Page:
A tents time

Ele Cooper believes some people just don’t have the pegs and mallet gene

The Knowledge

Some people are born to camp. They emerge from the womb, gas canister in hand and hiking shoes on foot, sleeping on mountain hillsides before they even utter their first tent-themed gurgle. I am not one of them.

Feeling inspired by my colleagues’ ‘Secret beaches’ feature, a friend and I had decided to head to Musandam in search of our own slice of sandy heaven. It started well, with a hasslefree border crossing and successful negotiation with a fisherman, who agreed to take us to a deserted beach on his boat and return in the morning.

There we were, chugging along the Musandam peninsula, scoping out the shores. There was only one without people, and we weren’t keen – on it was a big yellow digger and some ugly orange material. However, the day was drawing to a close and we didn’t have much choice, so we disembarked, throwing the fortnight’s worth of luggage we’d brought onto the sand and gamely wading ashore.

As our boatsman pootled off into the distance, we sighed in contentment. It might not have been a perfect beach, but it was ours. With the sun beating a hasty retreat behind a swathe of haze and the wind picking up, we decided to set up camp and unpacked the tent my chum had borrowed. There weren’t any poles.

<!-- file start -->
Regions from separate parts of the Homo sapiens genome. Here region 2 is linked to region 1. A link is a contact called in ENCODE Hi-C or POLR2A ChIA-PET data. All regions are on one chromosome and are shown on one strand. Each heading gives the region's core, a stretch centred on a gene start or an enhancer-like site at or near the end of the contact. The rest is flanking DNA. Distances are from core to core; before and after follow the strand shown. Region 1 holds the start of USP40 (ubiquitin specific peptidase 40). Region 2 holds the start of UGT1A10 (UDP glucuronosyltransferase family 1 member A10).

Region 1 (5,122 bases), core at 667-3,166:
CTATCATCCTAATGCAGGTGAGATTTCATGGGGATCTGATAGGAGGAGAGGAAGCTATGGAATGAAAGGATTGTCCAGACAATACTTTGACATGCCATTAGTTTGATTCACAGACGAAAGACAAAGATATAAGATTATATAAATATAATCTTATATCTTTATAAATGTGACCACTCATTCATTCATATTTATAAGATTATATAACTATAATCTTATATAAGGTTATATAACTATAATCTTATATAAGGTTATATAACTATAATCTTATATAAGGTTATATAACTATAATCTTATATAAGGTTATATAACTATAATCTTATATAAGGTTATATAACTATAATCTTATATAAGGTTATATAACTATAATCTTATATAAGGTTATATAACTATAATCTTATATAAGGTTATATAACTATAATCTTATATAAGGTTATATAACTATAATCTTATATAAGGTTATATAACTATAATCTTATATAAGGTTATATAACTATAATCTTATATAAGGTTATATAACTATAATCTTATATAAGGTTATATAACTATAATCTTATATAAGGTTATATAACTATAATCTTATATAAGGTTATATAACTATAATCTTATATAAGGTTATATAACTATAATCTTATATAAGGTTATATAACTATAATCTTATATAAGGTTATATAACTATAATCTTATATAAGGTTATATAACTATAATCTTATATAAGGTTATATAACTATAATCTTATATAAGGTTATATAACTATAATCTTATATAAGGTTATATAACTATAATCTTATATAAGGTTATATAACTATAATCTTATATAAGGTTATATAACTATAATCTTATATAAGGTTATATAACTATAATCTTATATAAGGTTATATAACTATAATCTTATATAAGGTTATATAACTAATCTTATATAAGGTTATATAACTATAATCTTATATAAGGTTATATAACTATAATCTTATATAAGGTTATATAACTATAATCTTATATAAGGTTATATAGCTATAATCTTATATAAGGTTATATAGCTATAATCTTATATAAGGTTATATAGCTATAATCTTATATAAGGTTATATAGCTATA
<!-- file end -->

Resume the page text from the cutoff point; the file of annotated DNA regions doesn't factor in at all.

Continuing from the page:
‘Oh well,’ I said through gritted teeth. ‘We’ll just have to sleep under the stars – there are worse fates.’ Half an hour later, sand whipping our legs like a thousand sharp slaps, we decided to head over to the area with the ugly orange material. Fortuitously, it was a tarpaulin shelter (wind obviously wasn’t a rarity in here).

We hunkered down behind it, the edges flapping furiously like angry bats, and I pumped up the airbed I’d bought. (Like I said, I’m not a natural camper.) As darkness set in, we built a fi re and, around midnight, drifted off to sleep, my airbed having deflated long ago, after a glowing ember had been hurled onto it from the flames by the (now gale-force) wind.

Half an hour later, the tarpaulin was ripped from its anchors and flew away. Every part of our bodies was encrusted with sand. At 6am, after what was possibly the worst night’s sleep of my life, a boat came chugging towards the beach and a bunch of overall-clad construction workers clambered off and started drilling. That was when I admitted to myself that I am not one of life’s campers. I tried, I really did – but I don’t like camping and camping doesn’t like me. Next time, remind me to book a hotel.

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